A weekend fit for a queen
The Wellington section of the New Zealand Alpine Club summited Te ao Whekere in the Seaward Kaikouras over the Queen’s Birthday weekend in spectacular fashion.
At 2590 metres, Te ao Whekere (the world of the gods) is the second tallest peak in the range. Following a cold snap, the mountains wore a fresh coat of snow, transforming the trip from a basic tramp to a class 1 alpine adventure.
Joining the trip were Simon and Carolyn of the Wellington committee, club members Leo and myself from Wellington, and Summer and Matt from Christchurch. We arrived at the Puhi Puhi campsite Friday at 11pm and jumped straight in our bags.
In the morning, following a lesson from Simon in transceiver mechanics, we drove 30 minutes to the road-end and met Matt, operations manager at Kaikoura Wilderness Experience. Matt graciously allowed us to cross the property and approach the mountain via the most direct route, Happy Valley. He noted that had we come when the property was exclusively booked, we would have been forced to ascend the longer and steeper route up Jordan Stream.
With our boots laced and lollies at hand, we set foot at 10:30am. Matt kindly escorted us to the edge of the farm where we began our journey into the bush. We made quick work of the overgrown track, with bellbirds providing the soundtrack. Jackets were soon stripped off.
After 90 minutes, we emerged onto a 4WD track which snaked down to Shearwater Lodge, a luxury six-room accommodation ran by Matt’s company. We peered through the windows and gawked at the regal appointments, admitting we’d all be fine with canning the trip and spending the weekend here.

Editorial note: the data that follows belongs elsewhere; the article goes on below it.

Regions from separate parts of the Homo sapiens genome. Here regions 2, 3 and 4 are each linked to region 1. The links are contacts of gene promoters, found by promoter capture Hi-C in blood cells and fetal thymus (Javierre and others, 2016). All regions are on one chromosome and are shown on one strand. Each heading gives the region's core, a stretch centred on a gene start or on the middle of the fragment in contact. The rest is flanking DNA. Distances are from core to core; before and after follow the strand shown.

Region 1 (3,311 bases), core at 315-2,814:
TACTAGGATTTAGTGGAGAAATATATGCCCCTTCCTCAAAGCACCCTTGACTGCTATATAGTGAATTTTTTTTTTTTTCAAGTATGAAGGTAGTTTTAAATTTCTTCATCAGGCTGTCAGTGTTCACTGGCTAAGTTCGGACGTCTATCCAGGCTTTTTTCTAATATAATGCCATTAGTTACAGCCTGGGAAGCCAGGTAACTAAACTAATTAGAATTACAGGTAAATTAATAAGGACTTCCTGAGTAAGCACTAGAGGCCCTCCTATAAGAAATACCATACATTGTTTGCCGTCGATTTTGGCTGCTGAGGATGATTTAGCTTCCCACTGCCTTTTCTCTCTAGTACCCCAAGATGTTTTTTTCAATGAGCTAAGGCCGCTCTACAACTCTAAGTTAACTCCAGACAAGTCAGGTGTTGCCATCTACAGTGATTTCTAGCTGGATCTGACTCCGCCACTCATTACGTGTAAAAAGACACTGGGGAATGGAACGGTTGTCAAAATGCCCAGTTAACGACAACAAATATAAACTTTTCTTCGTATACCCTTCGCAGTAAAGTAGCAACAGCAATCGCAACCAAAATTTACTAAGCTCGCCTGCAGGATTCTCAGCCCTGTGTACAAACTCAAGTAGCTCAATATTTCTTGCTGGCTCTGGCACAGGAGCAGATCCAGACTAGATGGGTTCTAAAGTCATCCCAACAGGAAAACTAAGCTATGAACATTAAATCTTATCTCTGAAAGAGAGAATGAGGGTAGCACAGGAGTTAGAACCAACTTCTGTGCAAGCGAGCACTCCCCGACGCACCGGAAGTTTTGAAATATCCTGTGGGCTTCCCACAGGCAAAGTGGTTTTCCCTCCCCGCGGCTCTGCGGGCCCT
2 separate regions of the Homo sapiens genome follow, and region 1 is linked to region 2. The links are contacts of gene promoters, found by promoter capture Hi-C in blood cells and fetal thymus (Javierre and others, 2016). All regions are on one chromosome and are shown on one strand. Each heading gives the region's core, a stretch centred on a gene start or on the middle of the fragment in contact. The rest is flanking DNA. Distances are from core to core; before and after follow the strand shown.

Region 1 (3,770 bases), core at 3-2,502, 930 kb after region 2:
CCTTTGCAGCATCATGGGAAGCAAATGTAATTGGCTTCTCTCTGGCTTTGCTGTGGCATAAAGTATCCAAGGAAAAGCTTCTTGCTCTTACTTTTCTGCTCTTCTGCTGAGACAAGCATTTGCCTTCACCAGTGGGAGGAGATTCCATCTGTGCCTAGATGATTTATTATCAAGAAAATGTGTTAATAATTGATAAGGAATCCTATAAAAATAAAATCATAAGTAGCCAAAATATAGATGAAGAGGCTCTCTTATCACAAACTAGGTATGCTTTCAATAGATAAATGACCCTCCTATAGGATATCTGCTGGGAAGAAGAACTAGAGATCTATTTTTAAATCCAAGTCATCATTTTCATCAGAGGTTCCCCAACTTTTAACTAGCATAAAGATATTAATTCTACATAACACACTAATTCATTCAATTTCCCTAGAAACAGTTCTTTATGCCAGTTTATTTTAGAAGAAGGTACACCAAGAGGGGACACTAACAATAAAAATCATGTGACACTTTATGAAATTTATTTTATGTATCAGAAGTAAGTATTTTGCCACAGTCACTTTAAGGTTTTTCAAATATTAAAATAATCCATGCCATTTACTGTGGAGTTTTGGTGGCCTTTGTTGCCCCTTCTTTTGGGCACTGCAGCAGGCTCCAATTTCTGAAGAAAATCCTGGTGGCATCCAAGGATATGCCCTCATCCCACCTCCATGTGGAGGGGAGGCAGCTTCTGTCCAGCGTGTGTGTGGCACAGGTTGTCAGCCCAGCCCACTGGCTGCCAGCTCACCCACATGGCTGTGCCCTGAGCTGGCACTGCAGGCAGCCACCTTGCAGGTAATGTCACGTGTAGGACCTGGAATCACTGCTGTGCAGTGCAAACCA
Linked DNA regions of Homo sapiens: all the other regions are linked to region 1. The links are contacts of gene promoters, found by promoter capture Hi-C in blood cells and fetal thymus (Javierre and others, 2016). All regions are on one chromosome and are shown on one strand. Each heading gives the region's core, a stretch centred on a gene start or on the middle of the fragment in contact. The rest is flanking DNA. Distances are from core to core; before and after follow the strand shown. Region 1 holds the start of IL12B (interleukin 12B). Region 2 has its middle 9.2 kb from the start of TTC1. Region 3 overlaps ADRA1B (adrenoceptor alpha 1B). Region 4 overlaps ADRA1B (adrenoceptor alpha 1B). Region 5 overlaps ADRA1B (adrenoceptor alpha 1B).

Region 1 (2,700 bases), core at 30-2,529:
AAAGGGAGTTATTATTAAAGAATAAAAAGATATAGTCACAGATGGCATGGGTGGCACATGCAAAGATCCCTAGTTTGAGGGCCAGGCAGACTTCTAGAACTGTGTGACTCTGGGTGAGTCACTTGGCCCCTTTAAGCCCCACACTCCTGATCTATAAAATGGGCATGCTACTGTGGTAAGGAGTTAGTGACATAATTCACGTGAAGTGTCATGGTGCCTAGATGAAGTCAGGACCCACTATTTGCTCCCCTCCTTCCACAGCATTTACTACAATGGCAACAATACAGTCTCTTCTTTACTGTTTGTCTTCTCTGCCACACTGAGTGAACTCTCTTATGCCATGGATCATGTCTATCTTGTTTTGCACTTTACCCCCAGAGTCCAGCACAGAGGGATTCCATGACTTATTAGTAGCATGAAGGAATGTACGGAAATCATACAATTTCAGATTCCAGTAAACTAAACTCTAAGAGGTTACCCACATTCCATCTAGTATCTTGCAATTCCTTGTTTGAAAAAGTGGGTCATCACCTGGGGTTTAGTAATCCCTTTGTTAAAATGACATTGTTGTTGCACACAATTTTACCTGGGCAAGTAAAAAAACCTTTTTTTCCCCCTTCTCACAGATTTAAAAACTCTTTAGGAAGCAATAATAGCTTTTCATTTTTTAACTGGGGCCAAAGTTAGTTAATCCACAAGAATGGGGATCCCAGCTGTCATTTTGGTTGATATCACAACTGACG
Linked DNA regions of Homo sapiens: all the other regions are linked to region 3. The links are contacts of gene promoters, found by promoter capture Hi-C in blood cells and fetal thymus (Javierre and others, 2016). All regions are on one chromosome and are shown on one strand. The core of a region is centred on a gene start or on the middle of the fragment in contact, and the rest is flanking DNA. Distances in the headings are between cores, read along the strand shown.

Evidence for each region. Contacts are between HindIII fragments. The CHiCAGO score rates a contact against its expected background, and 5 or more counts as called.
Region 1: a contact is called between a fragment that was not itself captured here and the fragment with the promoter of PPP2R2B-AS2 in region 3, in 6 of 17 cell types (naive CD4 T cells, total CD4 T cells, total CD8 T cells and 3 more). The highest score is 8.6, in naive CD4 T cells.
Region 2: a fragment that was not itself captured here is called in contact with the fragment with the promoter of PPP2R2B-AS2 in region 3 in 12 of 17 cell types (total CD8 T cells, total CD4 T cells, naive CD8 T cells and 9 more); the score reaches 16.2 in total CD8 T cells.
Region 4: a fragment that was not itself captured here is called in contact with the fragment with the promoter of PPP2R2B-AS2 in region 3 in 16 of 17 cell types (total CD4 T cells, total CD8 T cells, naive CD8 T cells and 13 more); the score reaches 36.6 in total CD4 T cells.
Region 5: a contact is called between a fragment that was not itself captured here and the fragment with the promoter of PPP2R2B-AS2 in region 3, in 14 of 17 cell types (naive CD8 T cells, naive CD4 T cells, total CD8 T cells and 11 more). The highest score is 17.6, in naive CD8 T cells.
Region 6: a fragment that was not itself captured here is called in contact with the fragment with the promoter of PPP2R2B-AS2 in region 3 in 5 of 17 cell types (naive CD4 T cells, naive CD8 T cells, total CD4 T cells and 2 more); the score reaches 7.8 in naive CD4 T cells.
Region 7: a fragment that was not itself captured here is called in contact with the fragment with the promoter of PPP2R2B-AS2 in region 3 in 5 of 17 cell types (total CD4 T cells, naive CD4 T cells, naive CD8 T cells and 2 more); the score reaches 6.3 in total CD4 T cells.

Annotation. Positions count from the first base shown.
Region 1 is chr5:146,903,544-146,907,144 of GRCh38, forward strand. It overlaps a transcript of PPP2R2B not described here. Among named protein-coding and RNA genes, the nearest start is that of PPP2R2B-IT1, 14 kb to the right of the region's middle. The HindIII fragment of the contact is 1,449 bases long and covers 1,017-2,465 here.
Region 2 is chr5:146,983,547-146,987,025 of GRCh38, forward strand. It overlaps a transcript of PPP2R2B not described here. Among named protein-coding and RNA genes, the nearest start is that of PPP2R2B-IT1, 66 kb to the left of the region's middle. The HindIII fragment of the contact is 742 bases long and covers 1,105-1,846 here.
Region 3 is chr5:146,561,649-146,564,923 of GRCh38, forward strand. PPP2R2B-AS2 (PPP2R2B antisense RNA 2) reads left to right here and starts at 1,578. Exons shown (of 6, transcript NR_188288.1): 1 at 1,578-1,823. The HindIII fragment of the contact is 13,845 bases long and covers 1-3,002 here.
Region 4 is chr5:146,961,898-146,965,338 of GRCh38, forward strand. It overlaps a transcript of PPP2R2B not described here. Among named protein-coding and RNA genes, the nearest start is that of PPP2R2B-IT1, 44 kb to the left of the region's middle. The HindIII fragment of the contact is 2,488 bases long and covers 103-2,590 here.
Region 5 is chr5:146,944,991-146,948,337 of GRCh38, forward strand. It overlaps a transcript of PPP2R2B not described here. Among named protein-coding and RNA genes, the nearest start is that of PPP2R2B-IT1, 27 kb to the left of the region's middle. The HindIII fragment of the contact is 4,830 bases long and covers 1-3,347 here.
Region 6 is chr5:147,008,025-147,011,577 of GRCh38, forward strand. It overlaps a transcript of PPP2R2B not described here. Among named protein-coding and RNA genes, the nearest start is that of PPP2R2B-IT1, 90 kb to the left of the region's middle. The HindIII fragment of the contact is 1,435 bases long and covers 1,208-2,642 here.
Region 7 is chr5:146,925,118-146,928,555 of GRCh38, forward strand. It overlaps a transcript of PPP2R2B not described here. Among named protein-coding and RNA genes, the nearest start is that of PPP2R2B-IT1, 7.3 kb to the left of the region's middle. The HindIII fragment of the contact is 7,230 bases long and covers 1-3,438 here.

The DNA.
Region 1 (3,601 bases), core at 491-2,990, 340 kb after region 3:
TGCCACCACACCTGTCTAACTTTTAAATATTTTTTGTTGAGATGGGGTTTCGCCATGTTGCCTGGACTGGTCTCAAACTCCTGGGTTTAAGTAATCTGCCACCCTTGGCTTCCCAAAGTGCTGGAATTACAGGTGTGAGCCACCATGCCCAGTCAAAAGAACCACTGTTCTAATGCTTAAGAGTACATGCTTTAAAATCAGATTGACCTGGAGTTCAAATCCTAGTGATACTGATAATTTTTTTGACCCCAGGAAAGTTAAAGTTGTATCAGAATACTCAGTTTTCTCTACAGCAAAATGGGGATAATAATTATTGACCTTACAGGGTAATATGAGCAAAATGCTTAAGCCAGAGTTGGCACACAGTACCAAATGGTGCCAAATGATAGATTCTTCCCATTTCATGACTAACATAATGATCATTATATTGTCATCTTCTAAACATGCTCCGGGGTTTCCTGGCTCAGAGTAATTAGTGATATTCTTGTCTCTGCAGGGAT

Despite the temptation we carried on up the poled south bank of Happy Valley Stream. At a confluence, we crossed the river and climbed a bushy spur to a plateau at 1636 metres. We spotted several deer along the way. Leo, the hunter in our group, foamed at the mouth, wasting precious water.
Our initial plan was to camp at the saddle below the summit. However, facing a setting sun and dropping energy levels, we opted to make a final push to 1910 metres and pitch camp there. This turned out to be a spectacular setting, with Kaikoura twinkling below us and the mountains towering above.
Our cookers struggled against the sugary snow and altitude. Tea eventually came, then dinner, then it was into the bags at 7pm for a long night of summit dreams.
The next morning we rose with the sun. Leaving most our gear at camp, we left for the summit at 9:30am under a still blue sky. We strapped on our crampons and traversed a snowy hill, cutting off peak 2109M and gaining the summit ridge. We marvelled at our luck – another cloudless sky and but a breath of wind.
1pm was our turnaround time. At noon, still well below the summit, we stopped for a snack and contemplated the next part of the climb – a grade 4 scramble up steep snow chutes. Not to be denied the summit, Matt led this section with confidence. In a flash, we were past the hard bits and onto the final exasperating slog up the snowy scree to the false summit and indeed the proper summit at 12:59:05 – less than a minute to spare.
From the top, we took in Wellington to the north, Tappy and the Inward Kaikouras to the west, Kaikoura to the east and the infinite snowy peaks of the Southern Alps to the south. The summit didn’t come easy and I was damn proud to make it.
After a round of summit selfies, we descended the way we came. Throughout the entire climb, the rock was loose, which raised the threat of rockfall, but we returned without incident. We arrived at camp just before sunset and enjoyed a celebratory whisky before retiring to bed at a geriatric 7:30pm.
Sunday morning, we broke camp after brekkie and made our final descent, highlighted by a screen run down to Happy Valley Stream. There we enjoyed limitless water for the first time in days and spotted more deer on the hills. Soon after, we dipped below the treeline and finished at the cars where our focus shifted from cold toes to cold beer.
This was my first trip with the alpine club and I’m so grateful for the wonderful learning experience. A special thanks to Kaikoura Wilderness Experience for allowing us to cross their land. Also to Leo for the good company and enduring my snoring like a gentleman. And finally to Carolyn, the trip leader, who did a masterful job of organising what turned out to be a weekend fit for a queen.